"Kincheloe sports-crisis zone. Bring your own beer, sit down, and shut up. It's the Warriors, dammit."
My step-mother, Lisa, had a funny soft spot for the Warriors. Really, for sports in general. She gave us endless shit about watching too many games, and would fake-pout anytime we'd hunker down in front of a television.
But in the end, she always fell in love with one or two of the players.
"Oh, that's my boyfriend," she'd joke and bat her eyes.
During the insane "We Believe" run, she wrote a sign on a piece of dirty white construction paper that read, "Kincheloe sports-crisis zone. Bring your own beer, sit down, and shut up. It's the Warriors dammit," and taped it to the door that connected the garage to the kitchen. She grumbled about the yelling, laughed at our emotional need for the team to succeed. But, ultimately, she joined in, sat on the couch, arm around my father, and screamed at the TV just as loud as us every time something happened.
I hadn't thought about that sign until yesterday, when I heard the news that Jason Richardson was retiring.
Through all the ups and downs of Warrior-dom in the early part of this century, Jason Richardson was the one constant. He was our superstar. He was our savior. He was the one shining, athletically gifted light amongst a team full of Danny Fortsons, Eric Dampiers and Chris Millss. He jumped higher than anyone. He tried harder than anyone.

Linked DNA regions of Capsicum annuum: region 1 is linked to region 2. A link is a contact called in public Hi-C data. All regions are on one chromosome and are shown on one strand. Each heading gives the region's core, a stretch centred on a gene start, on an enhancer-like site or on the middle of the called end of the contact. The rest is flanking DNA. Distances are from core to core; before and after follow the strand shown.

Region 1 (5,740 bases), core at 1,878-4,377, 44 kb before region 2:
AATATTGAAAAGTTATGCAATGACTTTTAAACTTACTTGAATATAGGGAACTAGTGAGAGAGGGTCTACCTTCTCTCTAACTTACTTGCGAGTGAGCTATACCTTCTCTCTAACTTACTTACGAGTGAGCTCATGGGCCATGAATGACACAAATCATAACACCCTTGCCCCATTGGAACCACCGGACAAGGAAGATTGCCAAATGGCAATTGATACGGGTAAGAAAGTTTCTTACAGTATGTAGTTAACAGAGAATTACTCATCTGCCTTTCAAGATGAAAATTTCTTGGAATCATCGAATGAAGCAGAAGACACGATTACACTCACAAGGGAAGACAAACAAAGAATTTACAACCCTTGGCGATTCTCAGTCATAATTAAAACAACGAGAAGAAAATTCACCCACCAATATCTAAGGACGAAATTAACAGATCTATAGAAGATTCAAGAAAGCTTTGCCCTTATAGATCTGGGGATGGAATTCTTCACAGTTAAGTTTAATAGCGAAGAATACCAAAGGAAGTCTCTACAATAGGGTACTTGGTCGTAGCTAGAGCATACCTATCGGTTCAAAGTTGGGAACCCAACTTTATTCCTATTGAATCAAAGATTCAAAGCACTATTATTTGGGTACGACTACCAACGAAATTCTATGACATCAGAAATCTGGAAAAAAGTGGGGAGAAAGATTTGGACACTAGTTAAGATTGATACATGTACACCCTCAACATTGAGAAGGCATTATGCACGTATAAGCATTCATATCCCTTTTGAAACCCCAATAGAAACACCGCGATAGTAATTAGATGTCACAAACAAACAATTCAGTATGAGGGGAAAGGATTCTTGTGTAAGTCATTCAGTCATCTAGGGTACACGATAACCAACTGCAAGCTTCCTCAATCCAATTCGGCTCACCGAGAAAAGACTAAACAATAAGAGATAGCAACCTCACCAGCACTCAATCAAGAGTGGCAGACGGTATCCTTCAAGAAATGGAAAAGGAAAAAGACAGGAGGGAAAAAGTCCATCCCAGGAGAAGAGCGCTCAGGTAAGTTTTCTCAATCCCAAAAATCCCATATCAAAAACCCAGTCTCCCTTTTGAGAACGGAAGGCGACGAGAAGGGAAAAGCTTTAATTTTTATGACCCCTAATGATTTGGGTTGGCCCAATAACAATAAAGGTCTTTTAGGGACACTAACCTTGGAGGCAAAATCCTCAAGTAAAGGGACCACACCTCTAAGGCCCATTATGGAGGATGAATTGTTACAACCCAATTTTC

When the Warriors went on that fateful run in 2007, it was Richardson who carried the emotional burden of all those long years of failure. Sure, Monta Ellis was coming into his own. The trade for Stephen Jackson and Al Harrington had succeeded far beyond anyone's wildest dreams. Baron Davis was dunking on fools.
But J Rich was OUR GUY. Or, at least, he was my guy. He was my dad's guy. And he ended up being Lisa's guy too.
The house in San Mateo where we watched that miracle run still stands, but my dad was long ago priced out by rising rents. Too damn close to Silicon Valley.
The sign that Lisa made is somewhere, hopefully. Folded up in a box. Maybe in storage.
She died not too long after that. None of our lives have ever been the same.
It's funny how sports seep into your world. How they connect you to memories buried deep.
Thank you for everything, Jason. And thank you for making me remember such a happy time in my life.
Best of luck to you with whatever comes your way.
And for the rest of us, let's always remember to bring our own beer, sit down, and shut up.
It's the Warriors, dammit.